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Dahr Jamail's Iraq Dispatches: High Anxiety

Dahr Jamail's Iraq Dispatches

High Anxiety


http://dahrjamailiraq.com/
January 28, 2005

Despite a continuing increase in the already draconian security measures imposed across Iraq, the bombs keep coming.

Today in the al-Dora district of Baghdad a primary school which had been a designated polling station was struck by a car bomb. Four Iraqi Police (IP) were killed.

A GMC packed with explosives rammed a checkpoint at the al-Dora power plant, killing several people, and as far south as Basra a policeman died when his vehicle was struck by a roadside bomb.

With Baquba experiencing its daily car bombing, at least 18 Iraqis have been killed in attacks on polling stations in the last 24 hours alone.

While IP’s have been given pay raises for this weekend, they remain extremely tense and edgy, and not without due cause.

We are driving around Baghdad today attempting to take photos and conduct interviews, and the streets are nearly completely empty.

An oddity in Baghdad, where traffic jams often find people waiting for hours in places to creep their way through clogged streets. Over 90 streets in the capital city are barricaded, further increasing the horrendous congestion on “normal” days.

I take a photo as we drive past an IP praying behind a barricade which blocks an empty street. Almost immediately afterwards we hear yelling and I look back to see an IP aim his Kalshinkov over our car and hear the pop as he squeezes off a shot.

“They weren’t even guarding anything. What was that all about,” I ask Abu Talat who takes us down some side roads in case they decided to follow us.

“They are in terror of what is to come,” replies Abu Talat, “So many of us are afraid of what is to come now.”

We drive past the recently bombed SCIRI headquarters across the street from Baghdad University, then our circuitous route takes us past an area where men are lining the streets handing out bundles of posters and other election propaganda for the Royal Constitution Party, in hopes of luring some votes.

I’m on a mission to photograph the barricades that are springing up across the capital city, and one of Abu Talat’s sons, Ahmed, is along with us doing some filming as well. Just after filming more of the abundance of concrete blocks and razor wire we are pulled over by an unmarked car of three IP’s.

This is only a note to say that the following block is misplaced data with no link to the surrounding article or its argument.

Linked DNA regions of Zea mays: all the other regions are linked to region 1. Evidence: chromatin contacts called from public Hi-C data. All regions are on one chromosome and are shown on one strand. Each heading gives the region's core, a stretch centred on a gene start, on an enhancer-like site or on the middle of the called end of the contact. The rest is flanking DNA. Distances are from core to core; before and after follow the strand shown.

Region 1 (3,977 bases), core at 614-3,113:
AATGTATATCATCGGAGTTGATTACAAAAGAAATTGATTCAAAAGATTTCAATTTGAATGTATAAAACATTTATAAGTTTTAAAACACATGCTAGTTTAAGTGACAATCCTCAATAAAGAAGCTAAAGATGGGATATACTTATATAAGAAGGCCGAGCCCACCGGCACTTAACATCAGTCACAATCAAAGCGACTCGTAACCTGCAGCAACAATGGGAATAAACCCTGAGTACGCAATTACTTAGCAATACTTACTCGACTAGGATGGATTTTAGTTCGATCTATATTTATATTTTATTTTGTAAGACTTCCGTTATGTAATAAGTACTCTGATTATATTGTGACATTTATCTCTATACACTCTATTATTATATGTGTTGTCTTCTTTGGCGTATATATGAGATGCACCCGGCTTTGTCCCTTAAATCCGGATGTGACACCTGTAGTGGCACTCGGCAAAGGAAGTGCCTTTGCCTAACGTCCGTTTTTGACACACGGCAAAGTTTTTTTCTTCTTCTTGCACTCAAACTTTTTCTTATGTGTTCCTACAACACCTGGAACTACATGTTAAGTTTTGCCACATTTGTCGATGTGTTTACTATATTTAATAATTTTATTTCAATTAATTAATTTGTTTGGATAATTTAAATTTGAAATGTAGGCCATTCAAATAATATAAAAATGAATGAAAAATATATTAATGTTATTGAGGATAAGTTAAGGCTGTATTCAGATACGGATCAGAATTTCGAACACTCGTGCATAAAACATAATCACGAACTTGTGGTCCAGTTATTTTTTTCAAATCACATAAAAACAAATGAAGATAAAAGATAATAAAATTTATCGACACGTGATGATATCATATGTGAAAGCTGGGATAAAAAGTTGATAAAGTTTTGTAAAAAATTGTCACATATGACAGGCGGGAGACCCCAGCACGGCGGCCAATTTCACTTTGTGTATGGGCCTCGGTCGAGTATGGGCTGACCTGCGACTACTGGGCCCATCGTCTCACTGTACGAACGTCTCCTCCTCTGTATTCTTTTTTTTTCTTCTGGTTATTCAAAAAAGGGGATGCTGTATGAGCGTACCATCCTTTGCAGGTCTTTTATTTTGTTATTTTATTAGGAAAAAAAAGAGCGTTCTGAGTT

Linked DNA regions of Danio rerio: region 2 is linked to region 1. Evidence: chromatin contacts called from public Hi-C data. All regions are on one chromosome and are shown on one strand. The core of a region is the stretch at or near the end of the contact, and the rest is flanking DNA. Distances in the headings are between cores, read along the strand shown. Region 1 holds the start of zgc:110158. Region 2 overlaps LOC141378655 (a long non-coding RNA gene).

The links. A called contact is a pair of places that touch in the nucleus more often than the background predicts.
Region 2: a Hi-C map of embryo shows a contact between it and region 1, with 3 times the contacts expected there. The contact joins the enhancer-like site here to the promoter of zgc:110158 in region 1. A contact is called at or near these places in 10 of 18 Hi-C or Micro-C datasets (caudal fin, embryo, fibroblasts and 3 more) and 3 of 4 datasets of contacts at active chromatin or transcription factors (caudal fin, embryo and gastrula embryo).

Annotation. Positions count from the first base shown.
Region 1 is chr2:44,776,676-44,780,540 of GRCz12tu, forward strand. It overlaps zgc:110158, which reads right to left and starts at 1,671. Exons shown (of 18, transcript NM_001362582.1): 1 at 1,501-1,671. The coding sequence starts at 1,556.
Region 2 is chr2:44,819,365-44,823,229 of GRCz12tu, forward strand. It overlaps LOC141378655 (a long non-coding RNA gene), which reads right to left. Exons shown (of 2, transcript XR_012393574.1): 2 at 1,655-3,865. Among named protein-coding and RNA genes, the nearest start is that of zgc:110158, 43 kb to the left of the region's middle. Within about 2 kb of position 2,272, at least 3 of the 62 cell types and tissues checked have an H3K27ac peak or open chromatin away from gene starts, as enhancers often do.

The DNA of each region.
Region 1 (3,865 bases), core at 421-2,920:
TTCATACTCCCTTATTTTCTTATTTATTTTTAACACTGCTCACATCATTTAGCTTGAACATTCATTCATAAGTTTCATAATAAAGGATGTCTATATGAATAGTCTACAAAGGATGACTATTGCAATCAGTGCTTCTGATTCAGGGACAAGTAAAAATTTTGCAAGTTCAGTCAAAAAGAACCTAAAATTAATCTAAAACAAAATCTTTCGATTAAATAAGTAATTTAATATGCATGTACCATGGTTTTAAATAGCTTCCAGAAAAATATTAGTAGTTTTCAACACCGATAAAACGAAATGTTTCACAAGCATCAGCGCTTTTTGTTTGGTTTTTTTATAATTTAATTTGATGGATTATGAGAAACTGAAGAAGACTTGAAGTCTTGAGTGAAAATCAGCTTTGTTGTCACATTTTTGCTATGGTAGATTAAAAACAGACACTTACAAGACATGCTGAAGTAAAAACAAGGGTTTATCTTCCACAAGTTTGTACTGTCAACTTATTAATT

They take Abu Talat and Ahmed’s ID’s, the registration papers for the car and tell us to follow them.

I’d been detained by mujahideen in Fallujah last May while conducting interviews inside the city, and Abu Talat and I were piled into a GMC with armed Iraqi National Guard (in Fallujah they were all muj), and taken in for questioning.

So this didn’t feel like a kidnapping, since we had our car sans personal armed escorts. Nevertheless, it’s safe to say I was a bit concerned.

“Should I escape? I could try to get a taxi,” I say to Abu Talat. “No. We’re fine. They will just verify we are press. Besides, you are American. You are the only thing keeping them from throwing me in jail.”

From the back seat Ahmed says, “Me too!”

They pull over at a marked police vehicle and everything is sorted out. “I apologize, we just have to make sure you are press,” says one of the policemen.

Before leaving them Abu Talat felt like having some fun and asked the policeman, “Why didn’t you take the American’s papers?”

“The Americans will fuck my mother if I do,” he replied. They both burst into laughter.

Later in another area of the city we are on a sidewalk and see a large cargo truck with a tattered Iraqi flag on one of the antennae. A crowd of weary travelers are milling around the back of it holding large travel bags.

“They have just returned from their haj,” comments Abu Talat as he looks at the weary travelers from Mecca. “Welcome to Iraq,” he says while laughing.

From the backseat Ahmed says, “Welcome to hell.”

We’d already pushed our luck, so after talking to a few folks we grab lunch and head back towards home. “Let’s play a game and see how many photos we can take before we get pulled over or shot at again,” I joke to them both.

They laugh, appreciating my acquired Iraqi humor-if you don’t laugh at this situation, you lose your mind promptly. “Yeah, why not,” replies Abu Talat as we speed down another mostly empty street.

Ahmed, 15 years old, tells me one of his friends was shot in the back by an Iraqi soldier because he drove by an unmarked checkpoint. “He’s in the hospital now, but he’s in too much pain to talk to me,” he says.

These stories are everyday.

Going through the IP checkpoint at the hotel, one of the guards says, “I don’t think much will happen this weekend. I think it’s just a bunch of lies. Nothing will happen.”

After watching his colleague speak, the other guard who is looking under our hood replies, “We’re closing this checkpoint at 5pm today, so no more cars in or out of here. The coming days will be the worst we’ve ever seen. Attacks will spread across all of Baghdad.”

Like the election and the aftermath, nobody knows for sure what will happen here. Baghdad is on pins and needles. Gunfire cracks in the distance as I finish this. Two distant explosions (the car bombs) rattled the hotel earlier this evening.

The curfews have been extended and all the security measures are now in place.

And, as usual, nobody knows what will happen next in occupied Iraq.

ENDS

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